Firm partner Laura Manning-Hudson is quoted in an article on the rise in condominium terminations in South Florida, and the disputes that often arise in communities considering such buyouts of all the units by developers hoping to raze the building and raise a new one its place. The article reads:
. . . The process is known in Florida as a condominium termination. In other states, it’s called a deconversion and it’s happening in cities like Chicago where apartment-to-condo conversions during the early 2000s haven’t succeeded as planned.
According to the Department of Business and Professional Regulation, terminations of 336 condominiums encompassing 24,761 units were approved by the state Division of Condominiums, Timeshares, and Mobile Homes over the decade beginning July 1, 2012. They ranged in size from two units to 544. Thirty-nine were in Broward County, 86 were in Miami-Dade County, and 24 were in Palm Beach County.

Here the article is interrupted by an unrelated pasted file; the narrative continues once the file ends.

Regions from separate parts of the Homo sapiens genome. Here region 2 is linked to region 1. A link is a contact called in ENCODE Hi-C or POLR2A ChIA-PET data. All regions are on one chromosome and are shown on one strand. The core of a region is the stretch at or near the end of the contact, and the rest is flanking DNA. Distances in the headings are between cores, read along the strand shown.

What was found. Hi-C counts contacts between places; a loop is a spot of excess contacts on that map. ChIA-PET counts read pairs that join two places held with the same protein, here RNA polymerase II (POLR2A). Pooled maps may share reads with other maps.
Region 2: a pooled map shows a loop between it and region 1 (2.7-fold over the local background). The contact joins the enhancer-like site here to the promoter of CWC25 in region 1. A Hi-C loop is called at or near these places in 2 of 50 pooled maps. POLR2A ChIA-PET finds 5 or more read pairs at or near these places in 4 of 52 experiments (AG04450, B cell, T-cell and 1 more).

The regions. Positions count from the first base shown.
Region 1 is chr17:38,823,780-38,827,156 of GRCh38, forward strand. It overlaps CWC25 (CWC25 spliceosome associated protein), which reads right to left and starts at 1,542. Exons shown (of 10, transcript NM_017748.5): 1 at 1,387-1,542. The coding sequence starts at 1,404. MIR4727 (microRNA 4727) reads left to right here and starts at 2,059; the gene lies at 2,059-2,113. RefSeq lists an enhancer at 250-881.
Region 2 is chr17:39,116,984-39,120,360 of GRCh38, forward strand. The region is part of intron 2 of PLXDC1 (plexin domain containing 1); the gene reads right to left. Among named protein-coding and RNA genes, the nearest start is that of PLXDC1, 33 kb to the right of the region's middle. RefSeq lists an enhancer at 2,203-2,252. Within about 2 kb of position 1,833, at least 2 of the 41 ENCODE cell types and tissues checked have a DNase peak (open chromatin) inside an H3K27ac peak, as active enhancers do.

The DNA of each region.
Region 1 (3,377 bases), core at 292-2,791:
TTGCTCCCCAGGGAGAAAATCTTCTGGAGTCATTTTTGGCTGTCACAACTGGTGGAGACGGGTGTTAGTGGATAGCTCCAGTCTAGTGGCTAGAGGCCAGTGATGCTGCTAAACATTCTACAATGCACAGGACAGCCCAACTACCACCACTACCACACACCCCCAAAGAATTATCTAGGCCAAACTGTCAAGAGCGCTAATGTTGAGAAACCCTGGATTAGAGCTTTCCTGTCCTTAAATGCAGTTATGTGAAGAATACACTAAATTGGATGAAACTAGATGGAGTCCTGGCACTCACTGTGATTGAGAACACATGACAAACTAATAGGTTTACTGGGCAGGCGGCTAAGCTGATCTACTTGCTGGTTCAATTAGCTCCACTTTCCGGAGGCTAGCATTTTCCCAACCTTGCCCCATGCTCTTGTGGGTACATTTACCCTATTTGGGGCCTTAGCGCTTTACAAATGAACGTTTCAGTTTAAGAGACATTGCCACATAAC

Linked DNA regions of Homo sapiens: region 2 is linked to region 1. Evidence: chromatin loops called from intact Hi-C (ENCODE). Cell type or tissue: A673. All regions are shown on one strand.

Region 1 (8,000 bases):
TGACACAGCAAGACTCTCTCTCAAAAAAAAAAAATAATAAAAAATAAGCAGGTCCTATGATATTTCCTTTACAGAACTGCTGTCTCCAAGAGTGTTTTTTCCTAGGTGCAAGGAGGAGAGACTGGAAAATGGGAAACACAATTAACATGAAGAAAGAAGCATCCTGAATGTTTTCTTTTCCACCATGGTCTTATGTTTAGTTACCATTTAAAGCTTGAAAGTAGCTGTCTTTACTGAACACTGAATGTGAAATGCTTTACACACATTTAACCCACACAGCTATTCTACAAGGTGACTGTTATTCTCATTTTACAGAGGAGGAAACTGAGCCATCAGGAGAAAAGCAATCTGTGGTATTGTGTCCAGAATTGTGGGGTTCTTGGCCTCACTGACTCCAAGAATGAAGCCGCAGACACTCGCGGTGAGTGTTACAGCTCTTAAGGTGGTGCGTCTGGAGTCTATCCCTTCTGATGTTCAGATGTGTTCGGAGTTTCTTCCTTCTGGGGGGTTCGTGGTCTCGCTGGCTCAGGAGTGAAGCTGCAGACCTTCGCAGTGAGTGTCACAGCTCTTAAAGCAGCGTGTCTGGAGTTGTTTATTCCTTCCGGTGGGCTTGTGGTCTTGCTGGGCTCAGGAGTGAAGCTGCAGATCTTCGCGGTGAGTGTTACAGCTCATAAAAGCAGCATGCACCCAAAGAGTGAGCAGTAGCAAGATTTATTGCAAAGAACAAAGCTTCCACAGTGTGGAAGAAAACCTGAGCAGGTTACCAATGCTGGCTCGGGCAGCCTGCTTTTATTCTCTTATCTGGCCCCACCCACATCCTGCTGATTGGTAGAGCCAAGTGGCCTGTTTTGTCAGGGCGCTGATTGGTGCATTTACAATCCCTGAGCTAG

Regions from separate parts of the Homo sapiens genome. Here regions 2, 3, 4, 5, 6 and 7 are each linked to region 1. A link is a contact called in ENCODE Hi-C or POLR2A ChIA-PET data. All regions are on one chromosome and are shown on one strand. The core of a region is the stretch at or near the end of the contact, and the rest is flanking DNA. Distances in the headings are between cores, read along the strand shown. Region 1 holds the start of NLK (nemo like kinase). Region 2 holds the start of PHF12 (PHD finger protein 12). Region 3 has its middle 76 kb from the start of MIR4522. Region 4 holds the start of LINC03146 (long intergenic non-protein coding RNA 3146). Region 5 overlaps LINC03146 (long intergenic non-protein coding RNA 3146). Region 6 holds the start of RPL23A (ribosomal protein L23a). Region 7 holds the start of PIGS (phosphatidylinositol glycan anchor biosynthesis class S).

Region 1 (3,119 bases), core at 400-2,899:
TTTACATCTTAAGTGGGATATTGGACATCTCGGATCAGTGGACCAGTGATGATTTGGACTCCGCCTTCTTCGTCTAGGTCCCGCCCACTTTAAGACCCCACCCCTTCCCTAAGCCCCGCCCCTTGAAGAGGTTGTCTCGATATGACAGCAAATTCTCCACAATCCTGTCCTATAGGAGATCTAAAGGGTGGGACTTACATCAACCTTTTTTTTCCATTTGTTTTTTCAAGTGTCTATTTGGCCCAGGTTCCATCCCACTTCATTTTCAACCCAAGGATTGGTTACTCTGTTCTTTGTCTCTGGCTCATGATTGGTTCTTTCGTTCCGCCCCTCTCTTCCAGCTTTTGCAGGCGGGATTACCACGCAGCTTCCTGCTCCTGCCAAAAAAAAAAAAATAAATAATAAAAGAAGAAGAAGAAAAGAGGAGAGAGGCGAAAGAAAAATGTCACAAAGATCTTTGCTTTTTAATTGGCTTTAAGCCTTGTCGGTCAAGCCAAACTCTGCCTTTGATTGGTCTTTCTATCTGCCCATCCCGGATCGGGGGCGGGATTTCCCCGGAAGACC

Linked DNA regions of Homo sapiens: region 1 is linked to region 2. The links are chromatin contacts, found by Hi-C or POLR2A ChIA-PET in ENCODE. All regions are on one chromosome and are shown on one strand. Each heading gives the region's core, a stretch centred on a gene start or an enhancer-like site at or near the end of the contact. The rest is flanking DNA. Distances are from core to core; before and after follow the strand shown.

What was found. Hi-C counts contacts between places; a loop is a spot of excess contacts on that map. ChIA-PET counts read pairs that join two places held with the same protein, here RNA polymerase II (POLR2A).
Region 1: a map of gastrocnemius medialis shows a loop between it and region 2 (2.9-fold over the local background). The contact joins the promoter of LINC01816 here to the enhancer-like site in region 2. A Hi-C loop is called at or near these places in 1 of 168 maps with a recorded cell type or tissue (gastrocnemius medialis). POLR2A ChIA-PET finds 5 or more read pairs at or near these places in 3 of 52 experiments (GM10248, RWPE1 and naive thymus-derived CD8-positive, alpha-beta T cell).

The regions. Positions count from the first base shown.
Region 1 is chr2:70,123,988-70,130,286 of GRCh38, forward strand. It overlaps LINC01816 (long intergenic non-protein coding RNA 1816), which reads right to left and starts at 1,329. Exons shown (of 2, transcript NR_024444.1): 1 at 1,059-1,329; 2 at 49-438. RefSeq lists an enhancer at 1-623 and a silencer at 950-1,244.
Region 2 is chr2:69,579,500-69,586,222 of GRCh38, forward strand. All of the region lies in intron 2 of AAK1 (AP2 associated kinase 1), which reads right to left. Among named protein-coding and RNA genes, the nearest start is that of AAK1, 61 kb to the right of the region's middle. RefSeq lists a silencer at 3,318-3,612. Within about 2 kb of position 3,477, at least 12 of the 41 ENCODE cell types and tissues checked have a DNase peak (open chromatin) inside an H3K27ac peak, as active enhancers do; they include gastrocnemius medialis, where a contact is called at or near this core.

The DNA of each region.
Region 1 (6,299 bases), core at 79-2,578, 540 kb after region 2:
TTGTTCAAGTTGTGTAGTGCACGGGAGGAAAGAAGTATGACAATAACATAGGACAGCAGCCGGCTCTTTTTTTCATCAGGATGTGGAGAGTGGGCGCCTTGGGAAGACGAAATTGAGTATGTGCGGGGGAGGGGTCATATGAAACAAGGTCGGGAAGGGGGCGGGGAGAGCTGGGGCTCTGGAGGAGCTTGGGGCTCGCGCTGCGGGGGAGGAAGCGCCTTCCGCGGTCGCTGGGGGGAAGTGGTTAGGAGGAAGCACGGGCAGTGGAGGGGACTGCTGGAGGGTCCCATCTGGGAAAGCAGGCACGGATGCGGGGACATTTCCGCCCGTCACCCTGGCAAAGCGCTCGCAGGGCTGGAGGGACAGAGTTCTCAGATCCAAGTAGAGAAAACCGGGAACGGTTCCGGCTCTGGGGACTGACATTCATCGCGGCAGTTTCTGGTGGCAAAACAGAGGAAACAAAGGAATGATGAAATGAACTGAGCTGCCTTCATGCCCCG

Between 2013 and 2019, the annual number of terminations ranged from 32 to 43. During the pandemic, as eviction moratoriums were imposed, the number of terminations fell to 19 in 2020 and 22 in 2021. Eleven terminations have been approved by the division so far in 2022.
But real estate experts predict that terminations will increase in Florida as condo associations seek to avoid strict and costly requirements enacted in May in the wake of the Champlain Towers collapse last year in Surfside. The new laws require associations with buildings at least 30 years old and over three stories high to, before 2025, conduct structural inspections and amass enough money in their reserves to fund necessary structural repairs.